Russian Literature

Topics: Russia, Russian Orthodox Church, History of Russia Pages: 9 (3180 words) Published: February 17, 2013
Question 1: What does Thompson say about the lives and belies of people in Kievan Russia?

The Kievan state of Russia dates back to first settlement in 800 AD and continues on to about 1200 AD when the internal discord weakened the state paired along side the Mongol conquest of the thirteenth century. During this time, the Kievan state was diversified yet the manner in which this first state of Russia was established is unclear. This however is “where the fundamental characteristics of Russian culture and religion took root…[introducing] basic and lasting political ideas and social institutions” [Thompson 13].

A large majority of the population in Kievan Russia was composed of people living outside of the city, such as hunters, herdsmen and farmers. The climate and environment in Russia at the time was not conducive to agriculture, creating a need for obshchina, or farming commune, as a collective way of unrelated farmers to gather and pool their equipment, time and themselves to work the hard land and share in the products. They lived these small communities, sometimes organized due to the taxes or tribute to the prince or boyar who ruled over them. There were also half-free peasants who had fallen into forced labor temporarily, not being capable to pay back a loan. While a majority of the populace was made up of this class, in the Kiev state very strict and rigid social classes dominated society and the way it ran.

“There were…eleven classes as dictated by Kievan law. But these can be allocated among seven main categories: princes, boyars (nobles), merchants, artisans, smerdy (peasants), semi free persons, and slaves” [17]. The princes were the ‘top dogs’ of the Kiev state alongside the boyers, playing a crucial role in military service especially. The merchants and other people involved in commerce formed their own separate class of a lower rank but not of a significantly lower importance. Many people who resided in cities were free, which cannot be said of their agriculture and rural residing counterparts. Semi free persons could be originally belonging to the merchant, artisan or peasant class, while slaves made up the bottom rung of the social pyramid. These rankings played a big role in how a person was to interact within the society of the Kievan state. However Thompson states “ the single most important event in the history of Kiev was that state’s official adoption of Christianity in AD 988 “ [18].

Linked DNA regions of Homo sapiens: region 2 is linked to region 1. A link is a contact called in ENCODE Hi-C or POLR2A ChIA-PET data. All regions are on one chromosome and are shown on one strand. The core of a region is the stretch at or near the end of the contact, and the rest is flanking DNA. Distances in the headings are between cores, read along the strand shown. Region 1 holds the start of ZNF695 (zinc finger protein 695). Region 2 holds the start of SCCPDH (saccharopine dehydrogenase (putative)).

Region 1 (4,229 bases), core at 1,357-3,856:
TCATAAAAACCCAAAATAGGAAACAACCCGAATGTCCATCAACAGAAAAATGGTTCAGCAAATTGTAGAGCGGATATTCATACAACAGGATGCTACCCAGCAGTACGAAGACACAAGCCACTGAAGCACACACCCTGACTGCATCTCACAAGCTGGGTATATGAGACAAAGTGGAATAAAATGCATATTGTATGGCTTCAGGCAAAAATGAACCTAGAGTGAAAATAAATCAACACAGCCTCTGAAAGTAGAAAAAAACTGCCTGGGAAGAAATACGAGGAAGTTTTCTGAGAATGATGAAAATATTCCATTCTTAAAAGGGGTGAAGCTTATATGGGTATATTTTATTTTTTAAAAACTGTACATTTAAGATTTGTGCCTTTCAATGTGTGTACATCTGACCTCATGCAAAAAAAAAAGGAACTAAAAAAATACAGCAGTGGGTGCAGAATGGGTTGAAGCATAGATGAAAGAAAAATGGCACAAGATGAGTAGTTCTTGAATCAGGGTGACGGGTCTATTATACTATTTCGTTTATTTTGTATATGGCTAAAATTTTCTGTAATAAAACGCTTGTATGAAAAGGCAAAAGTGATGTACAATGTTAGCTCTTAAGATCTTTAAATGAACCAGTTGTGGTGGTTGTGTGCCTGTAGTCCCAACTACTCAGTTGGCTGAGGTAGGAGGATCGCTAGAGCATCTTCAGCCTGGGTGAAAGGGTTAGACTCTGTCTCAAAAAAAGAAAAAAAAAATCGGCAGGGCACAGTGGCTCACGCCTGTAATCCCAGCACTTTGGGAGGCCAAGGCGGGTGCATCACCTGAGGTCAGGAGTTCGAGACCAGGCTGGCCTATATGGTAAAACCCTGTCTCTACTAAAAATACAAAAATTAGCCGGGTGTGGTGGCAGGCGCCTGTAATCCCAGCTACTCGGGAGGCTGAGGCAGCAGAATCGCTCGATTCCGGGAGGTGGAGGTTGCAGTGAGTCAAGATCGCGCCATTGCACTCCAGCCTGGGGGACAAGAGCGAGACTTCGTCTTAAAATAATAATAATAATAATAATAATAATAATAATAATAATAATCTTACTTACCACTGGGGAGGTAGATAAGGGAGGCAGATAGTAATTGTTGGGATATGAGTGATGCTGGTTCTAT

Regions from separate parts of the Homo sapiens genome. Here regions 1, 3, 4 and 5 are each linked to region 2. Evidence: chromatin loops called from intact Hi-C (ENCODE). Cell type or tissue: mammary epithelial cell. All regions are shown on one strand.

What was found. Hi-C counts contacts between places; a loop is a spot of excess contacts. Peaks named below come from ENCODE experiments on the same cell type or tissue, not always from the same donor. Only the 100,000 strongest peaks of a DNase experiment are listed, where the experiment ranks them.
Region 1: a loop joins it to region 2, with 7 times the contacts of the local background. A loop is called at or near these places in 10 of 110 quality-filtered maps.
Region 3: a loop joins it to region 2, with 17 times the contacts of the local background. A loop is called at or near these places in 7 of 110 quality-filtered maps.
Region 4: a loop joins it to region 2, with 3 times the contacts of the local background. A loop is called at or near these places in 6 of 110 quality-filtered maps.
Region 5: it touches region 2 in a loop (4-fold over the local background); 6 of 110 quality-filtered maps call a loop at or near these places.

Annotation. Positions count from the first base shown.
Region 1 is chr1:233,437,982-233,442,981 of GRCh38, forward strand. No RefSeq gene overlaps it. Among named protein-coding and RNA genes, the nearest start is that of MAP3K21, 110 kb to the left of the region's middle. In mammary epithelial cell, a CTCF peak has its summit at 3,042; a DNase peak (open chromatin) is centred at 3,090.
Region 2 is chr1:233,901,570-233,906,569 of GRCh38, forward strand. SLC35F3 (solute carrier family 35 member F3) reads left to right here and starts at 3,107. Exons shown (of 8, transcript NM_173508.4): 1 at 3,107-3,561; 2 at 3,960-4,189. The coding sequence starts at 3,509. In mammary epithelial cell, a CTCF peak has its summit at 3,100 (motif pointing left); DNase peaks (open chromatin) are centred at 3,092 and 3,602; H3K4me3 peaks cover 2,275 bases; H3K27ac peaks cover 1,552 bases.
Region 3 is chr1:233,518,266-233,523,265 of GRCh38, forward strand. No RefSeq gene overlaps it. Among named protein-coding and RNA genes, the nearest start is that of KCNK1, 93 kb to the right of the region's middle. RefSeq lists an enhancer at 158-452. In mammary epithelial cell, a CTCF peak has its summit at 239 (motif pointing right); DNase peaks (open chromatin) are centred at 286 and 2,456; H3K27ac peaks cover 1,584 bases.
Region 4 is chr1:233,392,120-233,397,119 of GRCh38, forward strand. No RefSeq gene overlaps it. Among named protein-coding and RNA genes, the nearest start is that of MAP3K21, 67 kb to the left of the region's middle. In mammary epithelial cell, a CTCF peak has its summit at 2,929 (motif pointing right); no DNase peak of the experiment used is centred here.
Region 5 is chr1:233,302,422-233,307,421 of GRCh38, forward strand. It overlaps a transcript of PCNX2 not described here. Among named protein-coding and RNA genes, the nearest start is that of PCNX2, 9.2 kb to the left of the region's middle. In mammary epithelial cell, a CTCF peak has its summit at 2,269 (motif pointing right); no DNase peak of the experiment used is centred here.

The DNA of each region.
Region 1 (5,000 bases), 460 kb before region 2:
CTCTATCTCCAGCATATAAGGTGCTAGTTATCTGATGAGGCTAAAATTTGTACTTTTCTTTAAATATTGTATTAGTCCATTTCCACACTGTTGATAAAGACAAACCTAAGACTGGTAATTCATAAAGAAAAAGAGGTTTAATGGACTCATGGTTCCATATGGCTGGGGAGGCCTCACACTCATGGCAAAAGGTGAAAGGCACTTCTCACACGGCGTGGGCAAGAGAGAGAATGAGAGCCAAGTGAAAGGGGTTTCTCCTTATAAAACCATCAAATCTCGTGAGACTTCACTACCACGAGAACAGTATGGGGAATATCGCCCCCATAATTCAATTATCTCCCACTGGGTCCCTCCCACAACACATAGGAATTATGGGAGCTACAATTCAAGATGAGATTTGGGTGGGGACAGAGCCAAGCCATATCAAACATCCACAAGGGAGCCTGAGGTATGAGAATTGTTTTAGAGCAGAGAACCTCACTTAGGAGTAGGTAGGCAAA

It was Prince Vladimir who made the decision to adopt Eastern Christianity over the Holy Catholic Church for a variety of different reasons. The first reason was due to the Byzantine Empire’s following of the Eastern Christianity. Following in line with the Byzantines would strengthen their close commercial ties as well as political attachments. Additionally, “geography and political factors undoubtedly weighed heavily on Vladimir’s choice” [19]. Not only did adopting this religion give Kievan Russia these aforementioned advantages, but it also had many distinctive and significant characteristics that shaped the state as a whole and the future of Russia.

Eastern Christianity reinforced the sense of community that was being established by the rural obshchina, making an even large sense of collectivity. It also focused in on the outward forms of religion and worship such as “the church building and decorations, the icons (paintings on wood of holy figures and saints), and the structure and ritual of the Mass itself. To stress these visible signs of devotion made it easier to wean the East Slavs away from pagan idols and customs…” [20]. The adoption of Eastern Christianity as the official religion still did not stop all of the old, traditional pagan rites and customs though, as some were even adapted or added in addition to the new customs. The addition of religion brought a new level of culture and society to Kiev, whether through new craftsmanship, music, art, or education, the new Kievan society was...
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